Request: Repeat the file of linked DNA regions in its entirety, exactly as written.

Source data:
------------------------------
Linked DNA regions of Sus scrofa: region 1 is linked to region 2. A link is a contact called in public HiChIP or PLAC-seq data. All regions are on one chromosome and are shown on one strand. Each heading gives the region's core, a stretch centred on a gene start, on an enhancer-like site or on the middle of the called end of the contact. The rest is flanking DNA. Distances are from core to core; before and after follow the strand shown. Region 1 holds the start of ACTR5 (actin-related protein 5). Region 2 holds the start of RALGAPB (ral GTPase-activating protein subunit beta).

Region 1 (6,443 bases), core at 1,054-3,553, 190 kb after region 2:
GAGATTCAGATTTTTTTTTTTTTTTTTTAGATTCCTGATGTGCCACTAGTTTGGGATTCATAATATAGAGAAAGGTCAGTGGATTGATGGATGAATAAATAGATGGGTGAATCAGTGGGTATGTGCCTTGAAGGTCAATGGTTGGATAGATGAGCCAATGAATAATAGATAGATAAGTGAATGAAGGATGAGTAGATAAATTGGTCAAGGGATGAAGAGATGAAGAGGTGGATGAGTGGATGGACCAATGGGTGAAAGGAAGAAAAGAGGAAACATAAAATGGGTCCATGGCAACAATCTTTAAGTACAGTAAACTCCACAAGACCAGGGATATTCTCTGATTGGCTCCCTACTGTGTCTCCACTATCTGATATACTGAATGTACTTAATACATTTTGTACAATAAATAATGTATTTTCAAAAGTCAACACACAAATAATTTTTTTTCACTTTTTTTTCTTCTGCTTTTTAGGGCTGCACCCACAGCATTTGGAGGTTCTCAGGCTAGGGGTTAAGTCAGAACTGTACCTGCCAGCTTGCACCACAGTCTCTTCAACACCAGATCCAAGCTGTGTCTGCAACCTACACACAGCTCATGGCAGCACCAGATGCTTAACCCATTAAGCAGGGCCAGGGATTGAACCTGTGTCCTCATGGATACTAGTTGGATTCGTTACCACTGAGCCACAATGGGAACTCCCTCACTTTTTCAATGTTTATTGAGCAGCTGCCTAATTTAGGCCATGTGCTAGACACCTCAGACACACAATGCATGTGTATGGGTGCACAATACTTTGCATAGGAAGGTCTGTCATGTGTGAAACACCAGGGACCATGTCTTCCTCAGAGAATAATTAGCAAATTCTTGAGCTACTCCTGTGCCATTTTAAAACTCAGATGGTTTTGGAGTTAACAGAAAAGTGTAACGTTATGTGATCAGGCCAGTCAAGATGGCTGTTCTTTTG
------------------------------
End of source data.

Linked DNA regions of Sus scrofa: region 1 is linked to region 2. A link is a contact called in public HiChIP or PLAC-seq data. All regions are on one chromosome and are shown on one strand. Each heading gives the region's core, a stretch centred on a gene start, on an enhancer-like site or on the middle of the called end of the contact. The rest is flanking DNA. Distances are from core to core; before and after follow the strand shown. Region 1 holds the start of ACTR5 (actin-related protein 5). Region 2 holds the start of RALGAPB (ral GTPase-activating protein subunit beta).

Region 1 (6,443 bases), core at 1,054-3,553, 190 kb after region 2:
GAGATTCAGATTTTTTTTTTTTTTTTTTAGATTCCTGATGTGCCACTAGTTTGGGATTCATAATATAGAGAAAGGTCAGTGGATTGATGGATGAATAAATAGATGGGTGAATCAGTGGGTATGTGCCTTGAAGGTCAATGGTTGGATAGATGAGCCAATGAATAATAGATAGATAAGTGAATGAAGGATGAGTAGATAAATTGGTCAAGGGATGAAGAGATGAAGAGGTGGATGAGTGGATGGACCAATGGGTGAAAGGAAGAAAAGAGGAAACATAAAATGGGTCCATGGCAACAATCTTTAAGTACAGTAAACTCCACAAGACCAGGGATATTCTCTGATTGGCTCCCTACTGTGTCTCCACTATCTGATATACTGAATGTACTTAATACATTTTGTACAATAAATAATGTATTTTCAAAAGTCAACACACAAATAATTTTTTTTCACTTTTTTTTCTTCTGCTTTTTAGGGCTGCACCCACAGCATTTGGAGGTTCTCAGGCTAGGGGTTAAGTCAGAACTGTACCTGCCAGCTTGCACCACAGTCTCTTCAACACCAGATCCAAGCTGTGTCTGCAACCTACACACAGCTCATGGCAGCACCAGATGCTTAACCCATTAAGCAGGGCCAGGGATTGAACCTGTGTCCTCATGGATACTAGTTGGATTCGTTACCACTGAGCCACAATGGGAACTCCCTCACTTTTTCAATGTTTATTGAGCAGCTGCCTAATTTAGGCCATGTGCTAGACACCTCAGACACACAATGCATGTGTATGGGTGCACAATACTTTGCATAGGAAGGTCTGTCATGTGTGAAACACCAGGGACCATGTCTTCCTCAGAGAATAATTAGCAAATTCTTGAGCTACTCCTGTGCCATTTTAAAACTCAGATGGTTTTGGAGTTAACAGAAAAGTGTAACGTTATGTGATCAGGCCAGTCAAGATGGCTGTTCTTTTG